Dallas, TX, United States, 08/07/2021 / Bridge Patient Portal /
In the aftermath of Covid, U.S. healthcare is standing at a crossroads as Biden seeks to “make high-quality care accessible and affordable for every American” in a country that continues to be the most expensive place in the world for healthcare.
A lot could change over the coming months as Biden seeks to build up the U.S. healthcare system in the aftermath of Covid. According to the most recent figures from the Department of Health and Human Services (HHS), enrollment in public health plans is now at a record high.
Amid the political reforms, healthcare practices around the country are facing numerous challenges for the future, including increased costs, higher administrative burdens, and growing patient populations – not to mention the scars of Covid-19 and the threat of future pandemics.
Challenges facing U.S. healthcare
1. Impact of Covid-19
Covid-19 has put enormous pressure on the United States’ already overburdened healthcare system. Widespread infection (more than 35 million cases since the pandemic began) and more than 600,000 Covid-related deaths have forced a reckoning for the sector, putting long-term issues such as understaffing firmly in the spotlight.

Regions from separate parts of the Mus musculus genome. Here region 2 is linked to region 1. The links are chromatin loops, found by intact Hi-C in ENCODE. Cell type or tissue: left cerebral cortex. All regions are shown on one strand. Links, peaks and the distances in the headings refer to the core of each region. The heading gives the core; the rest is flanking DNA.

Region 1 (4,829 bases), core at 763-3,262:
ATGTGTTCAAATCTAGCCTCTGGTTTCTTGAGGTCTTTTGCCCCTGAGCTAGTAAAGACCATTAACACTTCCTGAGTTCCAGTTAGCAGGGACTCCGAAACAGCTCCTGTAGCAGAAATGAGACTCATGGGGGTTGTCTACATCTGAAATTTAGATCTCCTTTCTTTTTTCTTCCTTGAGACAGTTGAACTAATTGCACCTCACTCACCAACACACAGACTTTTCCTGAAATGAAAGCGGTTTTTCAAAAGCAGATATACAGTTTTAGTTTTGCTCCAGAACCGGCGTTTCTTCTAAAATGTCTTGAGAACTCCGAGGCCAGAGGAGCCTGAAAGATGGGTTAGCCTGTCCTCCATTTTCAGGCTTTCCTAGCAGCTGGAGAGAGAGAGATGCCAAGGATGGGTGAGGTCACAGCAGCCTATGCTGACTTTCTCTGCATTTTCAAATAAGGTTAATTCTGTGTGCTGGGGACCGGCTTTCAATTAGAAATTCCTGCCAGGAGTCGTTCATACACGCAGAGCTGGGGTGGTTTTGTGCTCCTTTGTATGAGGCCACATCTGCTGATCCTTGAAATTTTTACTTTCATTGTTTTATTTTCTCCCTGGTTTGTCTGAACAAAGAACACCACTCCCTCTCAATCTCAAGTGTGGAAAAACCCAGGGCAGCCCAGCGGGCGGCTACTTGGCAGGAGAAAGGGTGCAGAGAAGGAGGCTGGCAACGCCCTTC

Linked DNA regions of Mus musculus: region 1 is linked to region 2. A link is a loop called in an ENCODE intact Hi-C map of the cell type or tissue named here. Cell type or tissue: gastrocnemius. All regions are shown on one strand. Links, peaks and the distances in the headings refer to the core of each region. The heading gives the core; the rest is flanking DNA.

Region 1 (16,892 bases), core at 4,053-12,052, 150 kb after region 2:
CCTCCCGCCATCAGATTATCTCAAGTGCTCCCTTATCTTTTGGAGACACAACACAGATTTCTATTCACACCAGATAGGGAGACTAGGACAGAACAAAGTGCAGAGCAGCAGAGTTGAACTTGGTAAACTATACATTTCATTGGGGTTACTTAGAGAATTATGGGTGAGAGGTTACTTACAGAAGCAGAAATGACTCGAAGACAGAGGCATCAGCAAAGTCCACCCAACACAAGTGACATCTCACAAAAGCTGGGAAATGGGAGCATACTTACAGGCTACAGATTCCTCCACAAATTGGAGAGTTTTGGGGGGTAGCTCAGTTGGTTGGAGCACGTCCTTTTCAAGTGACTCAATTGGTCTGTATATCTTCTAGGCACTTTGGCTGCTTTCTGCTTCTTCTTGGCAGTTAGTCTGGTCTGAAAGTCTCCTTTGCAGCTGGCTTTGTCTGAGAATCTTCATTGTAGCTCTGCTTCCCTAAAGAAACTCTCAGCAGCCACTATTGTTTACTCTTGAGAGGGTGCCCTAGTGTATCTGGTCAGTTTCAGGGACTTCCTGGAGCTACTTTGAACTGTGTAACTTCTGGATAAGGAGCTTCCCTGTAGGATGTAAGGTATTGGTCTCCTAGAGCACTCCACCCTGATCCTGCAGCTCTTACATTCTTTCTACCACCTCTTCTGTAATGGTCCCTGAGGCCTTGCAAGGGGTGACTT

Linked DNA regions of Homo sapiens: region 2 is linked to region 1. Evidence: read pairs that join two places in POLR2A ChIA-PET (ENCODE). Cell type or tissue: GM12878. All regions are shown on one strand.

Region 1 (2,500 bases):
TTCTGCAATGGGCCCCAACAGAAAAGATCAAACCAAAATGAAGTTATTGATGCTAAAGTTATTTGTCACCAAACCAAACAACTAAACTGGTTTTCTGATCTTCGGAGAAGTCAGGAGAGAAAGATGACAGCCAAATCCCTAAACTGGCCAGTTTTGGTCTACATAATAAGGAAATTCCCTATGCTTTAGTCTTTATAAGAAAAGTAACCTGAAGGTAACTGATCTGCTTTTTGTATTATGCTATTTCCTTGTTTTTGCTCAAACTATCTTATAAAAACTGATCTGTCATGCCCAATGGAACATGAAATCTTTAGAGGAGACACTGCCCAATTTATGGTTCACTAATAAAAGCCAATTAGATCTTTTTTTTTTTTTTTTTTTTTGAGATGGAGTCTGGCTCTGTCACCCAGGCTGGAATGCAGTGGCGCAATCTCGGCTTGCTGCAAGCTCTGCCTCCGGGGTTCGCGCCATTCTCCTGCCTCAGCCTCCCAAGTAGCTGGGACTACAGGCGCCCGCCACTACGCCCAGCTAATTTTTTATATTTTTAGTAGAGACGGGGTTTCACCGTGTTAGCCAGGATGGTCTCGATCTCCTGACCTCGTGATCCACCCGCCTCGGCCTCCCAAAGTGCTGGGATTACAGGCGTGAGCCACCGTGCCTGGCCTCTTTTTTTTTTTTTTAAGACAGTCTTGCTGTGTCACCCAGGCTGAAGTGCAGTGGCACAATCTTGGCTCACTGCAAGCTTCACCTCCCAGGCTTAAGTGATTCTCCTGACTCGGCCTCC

2. Regulatory changes
In the election campaigns of 2020, Biden ran on a ticket of protecting and building on the Affordable Care Act (ACA) “by giving Americans more choice, reducing health care costs, and making our health care system less complex to navigate”.
With changes to tax credits, the expansion of coverage to low-income Americans, and a proposed public health insurance option, the new president wants to broaden the Affordable Care Act to include an estimated 97% of Americans.
Meanwhile, alternative payment models such as value-based care are shaking up the way in which healthcare is administered, priced, and paid for, and could eventually come to replace the current fee-for-service model that dominates American healthcare.
3. Expanding patient populations
The United States Census Bureau estimates that, by 2032, the nation’s population will have grown by more than 10%, while those over the age of 65 will have increased in number by 48%.